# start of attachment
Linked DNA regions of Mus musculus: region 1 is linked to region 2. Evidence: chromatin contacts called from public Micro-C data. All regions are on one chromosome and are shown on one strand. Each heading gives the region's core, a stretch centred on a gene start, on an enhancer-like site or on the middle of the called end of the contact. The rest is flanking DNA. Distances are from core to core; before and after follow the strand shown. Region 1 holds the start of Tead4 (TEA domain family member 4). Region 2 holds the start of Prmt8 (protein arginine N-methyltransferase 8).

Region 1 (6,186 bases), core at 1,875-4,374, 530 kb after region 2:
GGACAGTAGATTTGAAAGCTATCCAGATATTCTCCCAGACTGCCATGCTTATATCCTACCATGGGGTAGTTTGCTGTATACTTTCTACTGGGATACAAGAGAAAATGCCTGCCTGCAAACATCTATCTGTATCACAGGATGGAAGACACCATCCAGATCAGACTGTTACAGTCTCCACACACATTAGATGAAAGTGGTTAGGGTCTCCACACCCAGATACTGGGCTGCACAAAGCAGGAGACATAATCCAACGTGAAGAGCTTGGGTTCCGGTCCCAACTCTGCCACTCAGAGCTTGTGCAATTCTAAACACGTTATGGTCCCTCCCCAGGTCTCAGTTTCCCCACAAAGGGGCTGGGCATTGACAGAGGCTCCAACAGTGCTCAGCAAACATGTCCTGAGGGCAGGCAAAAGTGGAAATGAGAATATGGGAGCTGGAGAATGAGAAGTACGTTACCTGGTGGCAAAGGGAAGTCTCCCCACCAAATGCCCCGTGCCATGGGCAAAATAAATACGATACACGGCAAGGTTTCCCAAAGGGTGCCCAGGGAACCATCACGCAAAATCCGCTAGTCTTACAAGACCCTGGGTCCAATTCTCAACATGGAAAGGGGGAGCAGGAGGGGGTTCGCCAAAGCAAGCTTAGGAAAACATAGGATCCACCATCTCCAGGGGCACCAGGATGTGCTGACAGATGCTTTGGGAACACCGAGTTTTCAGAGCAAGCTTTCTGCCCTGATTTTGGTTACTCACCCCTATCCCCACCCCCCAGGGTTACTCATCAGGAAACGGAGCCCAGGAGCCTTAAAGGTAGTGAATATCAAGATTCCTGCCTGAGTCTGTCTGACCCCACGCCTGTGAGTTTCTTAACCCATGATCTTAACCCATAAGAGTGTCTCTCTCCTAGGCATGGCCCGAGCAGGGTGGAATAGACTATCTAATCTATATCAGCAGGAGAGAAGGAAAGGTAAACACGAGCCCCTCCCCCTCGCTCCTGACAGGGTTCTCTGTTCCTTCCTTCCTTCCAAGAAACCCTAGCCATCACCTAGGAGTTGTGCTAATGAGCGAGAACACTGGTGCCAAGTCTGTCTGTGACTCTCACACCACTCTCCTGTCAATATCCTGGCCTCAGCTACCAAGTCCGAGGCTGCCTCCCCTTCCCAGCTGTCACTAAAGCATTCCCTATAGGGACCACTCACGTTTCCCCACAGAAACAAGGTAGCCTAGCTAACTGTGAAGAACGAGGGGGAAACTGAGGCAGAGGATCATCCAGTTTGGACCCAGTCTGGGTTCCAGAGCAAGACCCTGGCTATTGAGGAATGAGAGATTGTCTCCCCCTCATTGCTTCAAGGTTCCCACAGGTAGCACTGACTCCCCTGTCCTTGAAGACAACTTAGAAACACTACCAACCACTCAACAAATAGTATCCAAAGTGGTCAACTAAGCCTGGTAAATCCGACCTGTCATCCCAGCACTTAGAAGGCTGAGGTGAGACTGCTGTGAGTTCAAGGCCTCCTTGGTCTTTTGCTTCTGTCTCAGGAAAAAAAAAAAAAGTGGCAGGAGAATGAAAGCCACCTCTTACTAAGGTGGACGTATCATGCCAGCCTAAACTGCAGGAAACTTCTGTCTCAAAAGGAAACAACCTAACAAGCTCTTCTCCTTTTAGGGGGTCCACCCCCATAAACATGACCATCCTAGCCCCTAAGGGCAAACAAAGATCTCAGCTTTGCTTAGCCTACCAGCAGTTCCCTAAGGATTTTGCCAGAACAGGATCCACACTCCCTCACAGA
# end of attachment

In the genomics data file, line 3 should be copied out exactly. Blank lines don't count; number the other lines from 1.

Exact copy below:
GGACAGTAGATTTGAAAGCTATCCAGATATTCTCCCAGACTGCCATGCTTATATCCTACCATGGGGTAGTTTGCTGTATACTTTCTACTGGGATACAAGAGAAAATGCCTGCCTGCAAACATCTATCTGTATCACAGGATGGAAGACACCATCCAGATCAGACTGTTACAGTCTCCACACACATTAGATGAAAGTGGTTAGGGTCTCCACACCCAGATACTGGGCTGCACAAAGCAGGAGACATAATCCAACGTGAAGAGCTTGGGTTCCGGTCCCAACTCTGCCACTCAGAGCTTGTGCAATTCTAAACACGTTATGGTCCCTCCCCAGGTCTCAGTTTCCCCACAAAGGGGCTGGGCATTGACAGAGGCTCCAACAGTGCTCAGCAAACATGTCCTGAGGGCAGGCAAAAGTGGAAATGAGAATATGGGAGCTGGAGAATGAGAAGTACGTTACCTGGTGGCAAAGGGAAGTCTCCCCACCAAATGCCCCGTGCCATGGGCAAAATAAATACGATACACGGCAAGGTTTCCCAAAGGGTGCCCAGGGAACCATCACGCAAAATCCGCTAGTCTTACAAGACCCTGGGTCCAATTCTCAACATGGAAAGGGGGAGCAGGAGGGGGTTCGCCAAAGCAAGCTTAGGAAAACATAGGATCCACCATCTCCAGGGGCACCAGGATGTGCTGACAGATGCTTTGGGAACACCGAGTTTTCAGAGCAAGCTTTCTGCCCTGATTTTGGTTACTCACCCCTATCCCCACCCCCCAGGGTTACTCATCAGGAAACGGAGCCCAGGAGCCTTAAAGGTAGTGAATATCAAGATTCCTGCCTGAGTCTGTCTGACCCCACGCCTGTGAGTTTCTTAACCCATGATCTTAACCCATAAGAGTGTCTCTCTCCTAGGCATGGCCCGAGCAGGGTGGAATAGACTATCTAATCTATATCAGCAGGAGAGAAGGAAAGGTAAACACGAGCCCCTCCCCCTCGCTCCTGACAGGGTTCTCTGTTCCTTCCTTCCTTCCAAGAAACCCTAGCCATCACCTAGGAGTTGTGCTAATGAGCGAGAACACTGGTGCCAAGTCTGTCTGTGACTCTCACACCACTCTCCTGTCAATATCCTGGCCTCAGCTACCAAGTCCGAGGCTGCCTCCCCTTCCCAGCTGTCACTAAAGCATTCCCTATAGGGACCACTCACGTTTCCCCACAGAAACAAGGTAGCCTAGCTAACTGTGAAGAACGAGGGGGAAACTGAGGCAGAGGATCATCCAGTTTGGACCCAGTCTGGGTTCCAGAGCAAGACCCTGGCTATTGAGGAATGAGAGATTGTCTCCCCCTCATTGCTTCAAGGTTCCCACAGGTAGCACTGACTCCCCTGTCCTTGAAGACAACTTAGAAACACTACCAACCACTCAACAAATAGTATCCAAAGTGGTCAACTAAGCCTGGTAAATCCGACCTGTCATCCCAGCACTTAGAAGGCTGAGGTGAGACTGCTGTGAGTTCAAGGCCTCCTTGGTCTTTTGCTTCTGTCTCAGGAAAAAAAAAAAAAGTGGCAGGAGAATGAAAGCCACCTCTTACTAAGGTGGACGTATCATGCCAGCCTAAACTGCAGGAAACTTCTGTCTCAAAAGGAAACAACCTAACAAGCTCTTCTCCTTTTAGGGGGTCCACCCCCATAAACATGACCATCCTAGCCCCTAAGGGCAAACAAAGATCTCAGCTTTGCTTAGCCTACCAGCAGTTCCCTAAGGATTTTGCCAGAACAGGATCCACACTCCCTCACAGA